It’s easy to blame student loans as the culprit. However, the cost of higher education is the underlying problem. Student loans are simply the means that borrowers often use to finance an expensive product. (Student borrowers saved $200 billion from the Covid-19 student loan payment pause). What are policymakers doing to address the cost of higher education? Americans are burdened with student loan debt because college and higher education are expensive. Federal student loan debt is widely available to virtually anyone who wants a student loan. The aim is to create educational opportunities for all and to reduce disparities, two essential objectives. At the same time, many 17-year-olds who take student loans to attend college will not understand their future monthly student loan payments or their ability to repay their student loans. What are policy makers doing to address these issues? Anyone who wants an education should have the opportunity to pursue one. At the same time, they should not be placed in a situation where their lives are burdened with substantial debt that they cannot afford to repay. However, that is how the current system works.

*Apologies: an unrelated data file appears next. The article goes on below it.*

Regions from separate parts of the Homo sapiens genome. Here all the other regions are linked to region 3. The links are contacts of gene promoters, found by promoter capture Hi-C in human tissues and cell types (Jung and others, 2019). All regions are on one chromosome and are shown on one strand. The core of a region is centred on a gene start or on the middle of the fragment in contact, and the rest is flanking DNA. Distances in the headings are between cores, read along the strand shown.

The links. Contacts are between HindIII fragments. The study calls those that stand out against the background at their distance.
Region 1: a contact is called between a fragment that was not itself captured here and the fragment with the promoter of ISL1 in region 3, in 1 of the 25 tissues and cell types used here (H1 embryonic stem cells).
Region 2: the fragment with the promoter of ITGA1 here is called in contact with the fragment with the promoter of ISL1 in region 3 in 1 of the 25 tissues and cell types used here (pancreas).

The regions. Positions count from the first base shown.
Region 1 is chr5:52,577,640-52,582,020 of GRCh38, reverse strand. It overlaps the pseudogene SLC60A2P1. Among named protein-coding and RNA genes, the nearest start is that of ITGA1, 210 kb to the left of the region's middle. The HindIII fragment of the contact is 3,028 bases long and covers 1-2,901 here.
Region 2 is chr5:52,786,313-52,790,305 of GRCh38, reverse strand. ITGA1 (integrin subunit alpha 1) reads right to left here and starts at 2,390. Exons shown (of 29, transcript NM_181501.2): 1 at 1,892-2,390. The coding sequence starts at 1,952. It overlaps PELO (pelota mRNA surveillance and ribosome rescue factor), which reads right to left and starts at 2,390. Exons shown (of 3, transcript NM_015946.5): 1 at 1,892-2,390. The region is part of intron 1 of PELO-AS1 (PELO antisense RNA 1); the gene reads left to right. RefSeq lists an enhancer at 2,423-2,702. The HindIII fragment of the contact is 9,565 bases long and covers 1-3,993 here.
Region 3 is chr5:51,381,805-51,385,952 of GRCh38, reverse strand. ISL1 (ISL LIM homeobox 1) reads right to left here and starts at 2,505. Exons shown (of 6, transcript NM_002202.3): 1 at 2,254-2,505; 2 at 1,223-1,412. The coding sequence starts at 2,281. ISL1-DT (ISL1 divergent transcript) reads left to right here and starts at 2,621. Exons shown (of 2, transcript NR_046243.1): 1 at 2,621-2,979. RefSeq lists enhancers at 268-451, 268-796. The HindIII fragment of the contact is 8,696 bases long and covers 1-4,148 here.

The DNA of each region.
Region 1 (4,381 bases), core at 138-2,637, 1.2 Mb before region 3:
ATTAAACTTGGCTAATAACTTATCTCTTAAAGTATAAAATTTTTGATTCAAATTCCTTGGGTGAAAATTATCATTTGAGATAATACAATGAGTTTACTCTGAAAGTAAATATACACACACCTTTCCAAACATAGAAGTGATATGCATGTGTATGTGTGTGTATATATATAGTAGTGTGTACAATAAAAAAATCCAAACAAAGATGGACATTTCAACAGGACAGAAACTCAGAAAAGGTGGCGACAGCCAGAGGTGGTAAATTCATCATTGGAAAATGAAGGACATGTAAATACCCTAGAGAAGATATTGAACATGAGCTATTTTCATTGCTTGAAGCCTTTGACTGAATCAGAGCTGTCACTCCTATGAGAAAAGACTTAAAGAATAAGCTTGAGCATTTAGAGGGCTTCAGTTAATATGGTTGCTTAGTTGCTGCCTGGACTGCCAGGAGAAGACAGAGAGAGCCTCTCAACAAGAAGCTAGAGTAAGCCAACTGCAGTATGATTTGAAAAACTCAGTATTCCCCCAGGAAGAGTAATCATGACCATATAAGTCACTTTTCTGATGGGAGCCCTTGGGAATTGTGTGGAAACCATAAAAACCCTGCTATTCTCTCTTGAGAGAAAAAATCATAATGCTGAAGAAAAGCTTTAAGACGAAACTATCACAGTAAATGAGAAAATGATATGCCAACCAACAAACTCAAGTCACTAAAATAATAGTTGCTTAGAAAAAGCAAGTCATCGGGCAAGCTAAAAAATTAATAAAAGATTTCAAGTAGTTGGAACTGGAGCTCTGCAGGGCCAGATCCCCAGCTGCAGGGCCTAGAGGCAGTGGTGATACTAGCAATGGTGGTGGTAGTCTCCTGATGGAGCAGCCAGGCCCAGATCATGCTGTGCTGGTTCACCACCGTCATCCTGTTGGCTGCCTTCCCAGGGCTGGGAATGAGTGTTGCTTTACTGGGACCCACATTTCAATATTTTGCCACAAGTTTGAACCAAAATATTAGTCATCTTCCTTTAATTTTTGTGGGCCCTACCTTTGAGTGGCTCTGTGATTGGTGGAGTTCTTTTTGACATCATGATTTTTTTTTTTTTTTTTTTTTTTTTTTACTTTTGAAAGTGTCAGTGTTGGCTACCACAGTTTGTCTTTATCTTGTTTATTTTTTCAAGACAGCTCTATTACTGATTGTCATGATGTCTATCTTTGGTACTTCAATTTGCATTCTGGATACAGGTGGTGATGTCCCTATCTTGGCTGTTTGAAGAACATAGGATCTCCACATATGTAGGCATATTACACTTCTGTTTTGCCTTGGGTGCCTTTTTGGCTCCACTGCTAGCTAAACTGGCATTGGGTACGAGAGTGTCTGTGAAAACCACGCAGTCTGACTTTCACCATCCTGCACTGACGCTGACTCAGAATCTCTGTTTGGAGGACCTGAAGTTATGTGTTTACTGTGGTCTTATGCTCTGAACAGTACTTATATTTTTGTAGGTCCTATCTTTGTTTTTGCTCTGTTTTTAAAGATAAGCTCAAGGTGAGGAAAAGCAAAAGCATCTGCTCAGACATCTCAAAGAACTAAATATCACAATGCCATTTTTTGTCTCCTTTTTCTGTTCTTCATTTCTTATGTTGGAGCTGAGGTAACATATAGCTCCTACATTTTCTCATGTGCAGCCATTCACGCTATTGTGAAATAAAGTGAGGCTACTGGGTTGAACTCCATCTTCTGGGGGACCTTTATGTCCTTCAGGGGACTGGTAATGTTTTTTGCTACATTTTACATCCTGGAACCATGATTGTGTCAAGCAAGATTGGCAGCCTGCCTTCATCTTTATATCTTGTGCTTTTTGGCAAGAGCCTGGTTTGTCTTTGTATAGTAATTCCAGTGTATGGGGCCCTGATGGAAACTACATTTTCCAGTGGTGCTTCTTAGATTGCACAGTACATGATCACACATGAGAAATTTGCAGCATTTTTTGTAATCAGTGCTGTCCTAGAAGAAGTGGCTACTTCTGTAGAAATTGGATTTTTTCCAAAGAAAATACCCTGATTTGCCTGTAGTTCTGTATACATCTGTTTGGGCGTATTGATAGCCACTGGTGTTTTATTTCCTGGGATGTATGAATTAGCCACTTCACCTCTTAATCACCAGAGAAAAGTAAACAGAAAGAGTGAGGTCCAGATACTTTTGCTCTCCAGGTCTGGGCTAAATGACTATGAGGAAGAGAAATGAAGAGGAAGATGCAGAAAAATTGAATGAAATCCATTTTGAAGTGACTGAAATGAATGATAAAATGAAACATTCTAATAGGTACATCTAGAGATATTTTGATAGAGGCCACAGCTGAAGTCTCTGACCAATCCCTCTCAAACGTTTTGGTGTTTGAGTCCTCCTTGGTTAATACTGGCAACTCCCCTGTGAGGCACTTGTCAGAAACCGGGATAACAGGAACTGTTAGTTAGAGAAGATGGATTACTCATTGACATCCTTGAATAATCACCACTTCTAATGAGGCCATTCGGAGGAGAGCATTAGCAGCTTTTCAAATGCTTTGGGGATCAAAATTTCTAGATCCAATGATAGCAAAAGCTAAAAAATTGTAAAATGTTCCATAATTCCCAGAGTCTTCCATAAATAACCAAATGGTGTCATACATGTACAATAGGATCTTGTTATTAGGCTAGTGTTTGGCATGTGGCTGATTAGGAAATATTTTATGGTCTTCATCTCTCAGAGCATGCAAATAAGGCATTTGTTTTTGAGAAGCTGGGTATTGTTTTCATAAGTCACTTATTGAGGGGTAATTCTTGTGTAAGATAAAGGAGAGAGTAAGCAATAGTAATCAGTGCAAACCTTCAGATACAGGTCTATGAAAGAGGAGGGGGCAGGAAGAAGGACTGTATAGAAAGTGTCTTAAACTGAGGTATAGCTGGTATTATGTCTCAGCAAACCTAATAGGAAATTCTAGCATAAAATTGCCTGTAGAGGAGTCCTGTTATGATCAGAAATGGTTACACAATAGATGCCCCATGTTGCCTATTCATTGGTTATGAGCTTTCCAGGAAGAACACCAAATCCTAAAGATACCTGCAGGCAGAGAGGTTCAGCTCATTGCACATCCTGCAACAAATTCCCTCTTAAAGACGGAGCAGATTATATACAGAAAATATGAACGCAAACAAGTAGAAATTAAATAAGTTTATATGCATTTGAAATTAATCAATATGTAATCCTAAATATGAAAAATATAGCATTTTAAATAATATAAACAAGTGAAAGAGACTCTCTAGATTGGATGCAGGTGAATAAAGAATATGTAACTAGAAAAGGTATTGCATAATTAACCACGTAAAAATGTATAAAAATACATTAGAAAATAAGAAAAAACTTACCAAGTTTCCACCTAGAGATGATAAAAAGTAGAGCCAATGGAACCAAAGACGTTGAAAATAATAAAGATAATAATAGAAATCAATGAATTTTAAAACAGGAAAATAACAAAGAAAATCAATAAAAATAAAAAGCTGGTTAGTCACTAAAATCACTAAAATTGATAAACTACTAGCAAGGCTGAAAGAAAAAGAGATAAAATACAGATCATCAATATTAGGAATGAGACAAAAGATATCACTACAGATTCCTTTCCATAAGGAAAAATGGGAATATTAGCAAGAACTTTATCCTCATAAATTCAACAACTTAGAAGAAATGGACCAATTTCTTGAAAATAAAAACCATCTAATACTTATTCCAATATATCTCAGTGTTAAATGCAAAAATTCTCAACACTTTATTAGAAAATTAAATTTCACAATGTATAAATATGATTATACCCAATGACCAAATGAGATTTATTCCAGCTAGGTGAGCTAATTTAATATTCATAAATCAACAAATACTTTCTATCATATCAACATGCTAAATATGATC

(Biden could extend student loan payment break indefinitely)


Student loans: next steps

Canceling a student loan is not just about canceling a student loan. There are related and underlying issues around the cost of higher education, who pays for a college education, and how future student borrowers will be dealt with. Collectively, these issues should be tied to any student loan forgiveness plan. Congress and the United States Department of Education should evaluate these issues holistically to develop a plan that takes into account the political and financial implications. Sometimes problems warrant a temporary fix. However, the cost of higher education requires a permanent one.

Federal student loan repayments are expected to resume after May 1, 2022. Are you ready? Here are some smart strategies for paying off your student loans and saving money:


Student Loans: Related Reading

Here’s who won’t qualify for $6.2 billion in student loan forgiveness

New proposal would extend student loan payment break and cancel student loans

Biden could extend student loan payment break indefinitely

Student loan refinance rates have gotten ridiculously low